Saturday, 15 November 2008

Self Testing ... Free Personality Tests On-line

These tests are not an accurate opionion of a qualified psychologist or psychiatrist and do not provide insight into your psyche in the way that a consultation with a mind-worker would.

The Rorschach inkblot test (pronounced IPA: ['ʁoɐʃax]) is a method of psychological evaluation. Psychologists use this test to try to examine the personality characteristics and emotional functioning of their patients. The Rorschach is currently the second most commonly used test in forensic assessment, after the MMPI, and is the second most widely used test by members of the Society for Personality Assessment. It has been employed in diagnosing underlying thought disorder and differentiating psychotic from nonpsychotic thinking in cases where the patient is reluctant to openly admit to psychotic thinking. It fell into disfavor as many clinicians began criticizing it as "subjective" and "projective" in nature. Ironically, this was never the intention of Rorschach.

An Intelligence Quotient or IQ is a score derived from one of several different standardized tests attempting to measure intelligence. The term "IQ," a calque of the German Intelligenz-Quotient, was coined by the German psychologist William Stern in 1912 as a proposed method of scoring early modern children's intelligence tests such as those developed by Alfred Binet and Theodore Simon in the early 20th Century.[1] Although the term "IQ" is still in common use, the scoring of modern IQ tests such as the Wechsler Adult Intelligence Scale is now based on a projection of the subject's measured rank on the Gaussian bell curve with a center value (average IQ) of 100, and a standard deviation of 15, although different tests may have different standard deviations.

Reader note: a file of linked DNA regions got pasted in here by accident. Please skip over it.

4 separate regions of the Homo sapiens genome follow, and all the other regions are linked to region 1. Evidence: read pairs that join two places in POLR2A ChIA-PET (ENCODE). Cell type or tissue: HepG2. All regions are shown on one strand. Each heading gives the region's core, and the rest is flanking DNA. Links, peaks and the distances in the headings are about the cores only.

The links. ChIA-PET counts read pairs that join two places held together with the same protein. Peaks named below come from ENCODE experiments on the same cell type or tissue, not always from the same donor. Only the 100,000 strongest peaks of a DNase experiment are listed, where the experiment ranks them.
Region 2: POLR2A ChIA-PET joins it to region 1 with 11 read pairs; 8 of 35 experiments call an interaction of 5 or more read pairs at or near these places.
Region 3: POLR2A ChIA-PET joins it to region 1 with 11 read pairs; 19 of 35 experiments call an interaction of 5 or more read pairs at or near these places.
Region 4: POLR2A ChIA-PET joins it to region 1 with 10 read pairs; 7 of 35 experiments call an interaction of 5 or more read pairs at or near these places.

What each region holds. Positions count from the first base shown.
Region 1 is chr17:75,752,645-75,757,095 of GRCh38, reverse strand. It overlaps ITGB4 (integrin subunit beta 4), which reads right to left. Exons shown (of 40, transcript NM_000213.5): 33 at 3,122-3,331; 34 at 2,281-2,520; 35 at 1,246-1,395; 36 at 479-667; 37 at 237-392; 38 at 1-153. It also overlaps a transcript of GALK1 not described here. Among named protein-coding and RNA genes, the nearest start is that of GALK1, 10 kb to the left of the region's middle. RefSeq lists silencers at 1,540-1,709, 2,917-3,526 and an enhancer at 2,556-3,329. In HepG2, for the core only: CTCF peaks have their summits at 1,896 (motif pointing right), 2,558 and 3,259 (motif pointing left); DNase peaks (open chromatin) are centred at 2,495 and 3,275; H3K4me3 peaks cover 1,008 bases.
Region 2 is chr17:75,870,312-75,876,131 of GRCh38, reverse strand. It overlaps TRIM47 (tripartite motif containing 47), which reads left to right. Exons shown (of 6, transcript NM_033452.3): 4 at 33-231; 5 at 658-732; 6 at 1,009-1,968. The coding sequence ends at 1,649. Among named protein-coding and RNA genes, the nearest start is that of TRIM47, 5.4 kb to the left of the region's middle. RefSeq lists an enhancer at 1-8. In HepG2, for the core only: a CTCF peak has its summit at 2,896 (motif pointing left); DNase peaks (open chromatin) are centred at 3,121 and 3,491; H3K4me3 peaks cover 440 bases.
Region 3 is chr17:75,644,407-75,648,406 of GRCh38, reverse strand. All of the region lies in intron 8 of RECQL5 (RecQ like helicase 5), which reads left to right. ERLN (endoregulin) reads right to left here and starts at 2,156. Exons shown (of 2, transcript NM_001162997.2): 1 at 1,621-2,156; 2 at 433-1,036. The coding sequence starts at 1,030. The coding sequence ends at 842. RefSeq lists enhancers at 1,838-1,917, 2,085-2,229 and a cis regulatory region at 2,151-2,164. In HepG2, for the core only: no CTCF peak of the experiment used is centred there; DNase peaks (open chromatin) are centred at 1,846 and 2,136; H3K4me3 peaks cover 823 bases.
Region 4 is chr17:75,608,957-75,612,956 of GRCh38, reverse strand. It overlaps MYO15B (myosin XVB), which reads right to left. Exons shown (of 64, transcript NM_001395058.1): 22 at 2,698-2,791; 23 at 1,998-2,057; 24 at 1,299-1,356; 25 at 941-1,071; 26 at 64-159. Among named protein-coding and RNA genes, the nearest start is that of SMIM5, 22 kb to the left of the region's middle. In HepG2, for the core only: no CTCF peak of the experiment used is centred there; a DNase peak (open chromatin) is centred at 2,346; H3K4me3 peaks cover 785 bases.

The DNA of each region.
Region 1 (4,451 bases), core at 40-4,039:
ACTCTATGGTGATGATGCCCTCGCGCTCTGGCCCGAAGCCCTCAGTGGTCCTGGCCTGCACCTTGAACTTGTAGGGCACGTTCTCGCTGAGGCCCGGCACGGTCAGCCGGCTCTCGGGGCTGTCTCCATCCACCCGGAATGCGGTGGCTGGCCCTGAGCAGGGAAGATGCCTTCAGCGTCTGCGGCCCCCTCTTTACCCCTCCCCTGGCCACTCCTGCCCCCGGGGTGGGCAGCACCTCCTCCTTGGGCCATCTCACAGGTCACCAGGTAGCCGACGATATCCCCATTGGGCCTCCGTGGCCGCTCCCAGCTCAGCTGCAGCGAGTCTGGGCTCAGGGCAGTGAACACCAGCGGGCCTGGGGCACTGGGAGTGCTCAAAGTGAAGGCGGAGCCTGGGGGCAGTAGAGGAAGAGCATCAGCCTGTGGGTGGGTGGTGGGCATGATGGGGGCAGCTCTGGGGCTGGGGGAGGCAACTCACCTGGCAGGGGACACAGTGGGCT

Lewis Terman (1916) developed the original notion of IQ and proposed this scale for classifying IQ scores:

Over 140 - Genius or near genius
120 - 140 - Very superior intelligence
110 - 119 - Superior intelligence
90 - 109 - Normal or average intelligence
80 - 89 - Dullness
70 - 79 - Borderline deficiency
Under 70 - Definite feeble-mindedness
Genius IQ is generally considered to begin around 140 to 145, representing ~.25% of the population (1 in 400). Here's a rough guide:
115-124 - Above average (e.g., university students)
125-134 - Gifted (e.g., post-graduate students)
135-144 - Highly gifted (e.g., intellectuals)
145-154 - Genius (e.g., professors)
155-164 - Genius (e.g., Nobel Prize winners)
165-179 - High genius
180-200 - Highest genius
>200 - "Unmeasurable genius"
Normal Distribution & IQ Scores
The properties of the normal distribution apply to IQ scores:
50% of IQ scores fall between 90 and 110
70% of IQ scores fall between 85 and 115
95% of IQ scores fall between 70 and 130
99.5% of IQ scores fall between 60 and 140